Eat, Drink & Weigh Less

Book Review by Norene Gilletz

Eat, Drink and Lose Weight – Really!

I met Dr. Walter C. Willett at a culinary conference a few years ago when he spoke on a panel on healthy eating and nutrition. Dr. Willett is the head of Harvard School of Public Health’s Department of Nutrition. I was so impressed that I invested in an audio tape of the lecture. His sensible comments and advice has helped shape my thinking – and my waistline, as well!

I own a well-worn copy of his first book, Eat, Drink and Be Healthy and have been able to expand my nutritional knowledge and shrink my body size, in spite of all the recipe testing that goes on in my kitchen! Thank you, Dr. Willett!

As you can imagine, I was thrilled to learn about the release of his second book, Eat, Drink and Weigh Less: A Flexible and Delicious Way to Shrink Your Waist Without Going Hungry! (Hyperion, $32.95 Cdn), co-authored with well-known cookbook author Mollie Katzen. I absolutely love this book and recommend it highly!

Eat, Drink and Weigh Less is based on sound science and represents years of top research conducted by Dr. Willett. It blends science, creative thinking and practical applications to empower you to a new “weigh” of thinking.

This is not about what you can’t eat, it’s about what you can! Eat, Drink and Weigh Less is about making simple changes in your daily diet decisions. These small changes add up to big weight loss.

Willett and Katzen have teamed up to present what they refer to as the “Nine Turning Points” and include more than 100 easy, delicious recipes, requiring very little prep time. Recipes include Whole-Grain French Toast, Pistachio-Currant Halvah No-Bake Nuggets, Balsamic Glaze, Amazing Mushroom Gravy and Kasha Varnishkes.

This flexible diet is not a fad diet – it deprives you of absolutely nothing. The concept is simple but the science behind it is not. If you choose foods according to these nine principles, you’ll lose your weight for good. These points include:

1. Eat lots of vegetables and fruits.

2. Say yes to good fats.

3. Upgrade your carbohydrates.

4. Choose healthy proteins.

5. Stay hydrated.

6. Drink alcohol in moderation (optional).

7. Take a multi-vitamin every day.

8. Move more.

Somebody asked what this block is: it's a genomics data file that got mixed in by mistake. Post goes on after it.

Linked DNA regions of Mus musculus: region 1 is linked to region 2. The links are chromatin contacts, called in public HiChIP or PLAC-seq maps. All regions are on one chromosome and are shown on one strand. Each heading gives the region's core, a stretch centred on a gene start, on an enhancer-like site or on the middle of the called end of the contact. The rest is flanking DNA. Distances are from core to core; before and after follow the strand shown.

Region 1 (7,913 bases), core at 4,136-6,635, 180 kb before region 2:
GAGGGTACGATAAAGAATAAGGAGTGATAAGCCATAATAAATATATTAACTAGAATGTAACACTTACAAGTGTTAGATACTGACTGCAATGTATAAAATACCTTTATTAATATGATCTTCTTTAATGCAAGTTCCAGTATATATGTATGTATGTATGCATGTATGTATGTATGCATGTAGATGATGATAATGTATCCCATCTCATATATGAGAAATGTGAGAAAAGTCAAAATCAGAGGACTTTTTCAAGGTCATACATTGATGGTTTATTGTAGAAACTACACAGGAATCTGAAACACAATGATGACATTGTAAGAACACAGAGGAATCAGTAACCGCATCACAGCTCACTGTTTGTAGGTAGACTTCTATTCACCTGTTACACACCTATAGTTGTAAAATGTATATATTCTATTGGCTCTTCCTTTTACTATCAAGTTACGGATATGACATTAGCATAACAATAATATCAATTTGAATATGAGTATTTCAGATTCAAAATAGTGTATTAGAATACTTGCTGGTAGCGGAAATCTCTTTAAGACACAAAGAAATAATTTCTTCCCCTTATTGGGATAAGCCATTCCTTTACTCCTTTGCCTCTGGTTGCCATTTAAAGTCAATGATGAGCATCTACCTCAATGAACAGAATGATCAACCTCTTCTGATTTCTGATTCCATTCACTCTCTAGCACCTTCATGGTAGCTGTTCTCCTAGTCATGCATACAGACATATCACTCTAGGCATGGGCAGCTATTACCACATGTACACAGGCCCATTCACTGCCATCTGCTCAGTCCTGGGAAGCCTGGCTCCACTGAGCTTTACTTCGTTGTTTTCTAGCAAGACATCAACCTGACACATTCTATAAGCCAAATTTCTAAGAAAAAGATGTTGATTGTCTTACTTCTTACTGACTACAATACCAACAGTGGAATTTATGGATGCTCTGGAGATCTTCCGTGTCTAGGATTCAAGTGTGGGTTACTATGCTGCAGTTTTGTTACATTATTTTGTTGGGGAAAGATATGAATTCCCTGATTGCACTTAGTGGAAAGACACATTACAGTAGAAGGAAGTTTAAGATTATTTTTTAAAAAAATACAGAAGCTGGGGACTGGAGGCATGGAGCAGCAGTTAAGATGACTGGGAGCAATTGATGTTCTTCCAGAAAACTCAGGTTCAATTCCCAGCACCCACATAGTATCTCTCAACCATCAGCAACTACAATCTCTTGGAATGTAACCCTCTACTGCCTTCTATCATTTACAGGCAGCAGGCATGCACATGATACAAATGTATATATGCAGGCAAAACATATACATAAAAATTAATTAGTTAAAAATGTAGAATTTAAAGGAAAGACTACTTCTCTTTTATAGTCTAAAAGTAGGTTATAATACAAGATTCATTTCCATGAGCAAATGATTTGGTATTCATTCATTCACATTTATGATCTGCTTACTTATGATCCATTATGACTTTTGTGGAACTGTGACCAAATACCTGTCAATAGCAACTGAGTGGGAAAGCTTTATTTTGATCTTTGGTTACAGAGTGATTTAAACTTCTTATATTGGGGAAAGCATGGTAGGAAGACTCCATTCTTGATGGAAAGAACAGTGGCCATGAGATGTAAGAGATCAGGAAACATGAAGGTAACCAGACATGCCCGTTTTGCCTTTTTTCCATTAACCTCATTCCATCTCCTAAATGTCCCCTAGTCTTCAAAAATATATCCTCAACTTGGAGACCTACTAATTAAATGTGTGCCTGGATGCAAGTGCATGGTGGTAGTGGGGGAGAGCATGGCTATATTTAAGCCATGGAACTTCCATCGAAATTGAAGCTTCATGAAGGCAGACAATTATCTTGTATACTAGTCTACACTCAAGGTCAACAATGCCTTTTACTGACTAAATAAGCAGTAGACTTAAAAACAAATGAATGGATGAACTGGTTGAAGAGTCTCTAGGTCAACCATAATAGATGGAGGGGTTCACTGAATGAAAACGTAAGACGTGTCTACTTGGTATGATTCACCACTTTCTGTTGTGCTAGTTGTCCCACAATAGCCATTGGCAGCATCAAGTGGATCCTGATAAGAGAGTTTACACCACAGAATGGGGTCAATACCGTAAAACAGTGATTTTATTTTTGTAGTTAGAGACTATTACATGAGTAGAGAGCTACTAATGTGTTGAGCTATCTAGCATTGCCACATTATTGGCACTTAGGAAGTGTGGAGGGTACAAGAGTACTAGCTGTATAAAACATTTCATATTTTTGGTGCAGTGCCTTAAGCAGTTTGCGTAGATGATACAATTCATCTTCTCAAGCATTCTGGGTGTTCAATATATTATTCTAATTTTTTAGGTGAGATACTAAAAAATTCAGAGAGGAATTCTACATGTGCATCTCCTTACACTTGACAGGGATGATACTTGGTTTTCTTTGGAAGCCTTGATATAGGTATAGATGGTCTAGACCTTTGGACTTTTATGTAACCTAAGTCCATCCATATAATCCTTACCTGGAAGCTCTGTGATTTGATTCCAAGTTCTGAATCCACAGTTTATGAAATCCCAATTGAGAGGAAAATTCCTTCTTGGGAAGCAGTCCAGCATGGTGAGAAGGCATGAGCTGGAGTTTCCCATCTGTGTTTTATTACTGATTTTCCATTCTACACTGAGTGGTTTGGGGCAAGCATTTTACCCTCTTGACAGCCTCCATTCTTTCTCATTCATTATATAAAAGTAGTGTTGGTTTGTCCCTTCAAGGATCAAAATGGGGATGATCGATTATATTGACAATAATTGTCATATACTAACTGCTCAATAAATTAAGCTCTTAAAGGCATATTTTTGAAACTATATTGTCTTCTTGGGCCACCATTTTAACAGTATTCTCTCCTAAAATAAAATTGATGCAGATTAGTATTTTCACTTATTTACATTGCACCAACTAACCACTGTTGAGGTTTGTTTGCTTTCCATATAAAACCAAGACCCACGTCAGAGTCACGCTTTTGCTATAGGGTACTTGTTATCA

9. Eat mindfully all day long.

1. Try to eat five to nine servings of fruits and vegetables each day. They are mostly low in calories and can be enjoyed in generous quantities. Unfortunately, potatoes and french fries are not counted in this category!

2. Don’t indiscriminately cut fat. Eat less saturated fat and avoid trans fat, but do eat plenty of unsaturated fat. They can improve levels of cholesterol and other fat particles in the blood, strengthen the heart against dangerous erratic heartbeats and fight the gradual clogging of arteries. Remember, fat isn’t any more fattening than other calorie sources.

3. All carbs are not created equal. Shift from more refined carbs (such as white bread) and quickly digested starches (such as potatoes and white rice) to whole-grain, high fiber foods (such as whole wheat bread and grains such as brown rice), beans and other legumes. They’ll give you longer-lasting energy and lower your risk of heart disease and diabetes.

4. Eat more protein from vegetable sources, such as beans and nuts – supplemented by fish and poultry – and less red meat and dairy products. You’ll consume less saturated fat and cholesterol and more fiber, vitamins, minerals and healthy unsaturated fats.

5. Stay hydrated by drinking plenty of water and avoid drinking empty calories, especially from sugared beverages.

6. For most adults (but not everyone), a daily glass of wine – or any alcohol in moderation – is actually beneficial to health.

7. Multivitamins can’t replace healthy eating but are a good, cheap “nutritional insurance” – a way to fill nutrient gaps that can show up from time to time, even in a healthy diet.

8. Getting about 30 minutes of just about any kind of physical activity is an important part of weight control – but it’s more than that. Other than not smoking and eating right, it’s the best thing you can do to get healthy – or stay healthy – and reduce your risk of chronic disease.

9. Eat a nourishing breakfast, lunch and dinner. If necessary, choose healthy, modest, nutritionally significant snacks between meals to keep your energy even. Eat slowly, savoring and enjoying your food. You’ll feel more satisfied and will probably eat less.

The book is packed with interesting sidebars and nutrition notes. Here are just two of many interesting facts that are peppered throughout the book:

Skin is in! If you are eating poultry in moderation, you really don’t need to skip the skin. Cook it with the skin on to keep the meat moist. You can remove the skin before serving to reduce the amount of calories you’re eating, but from a fat standpoint it’s okay to eat it because it contains mostly unsaturated fat. Fish skin is okay too.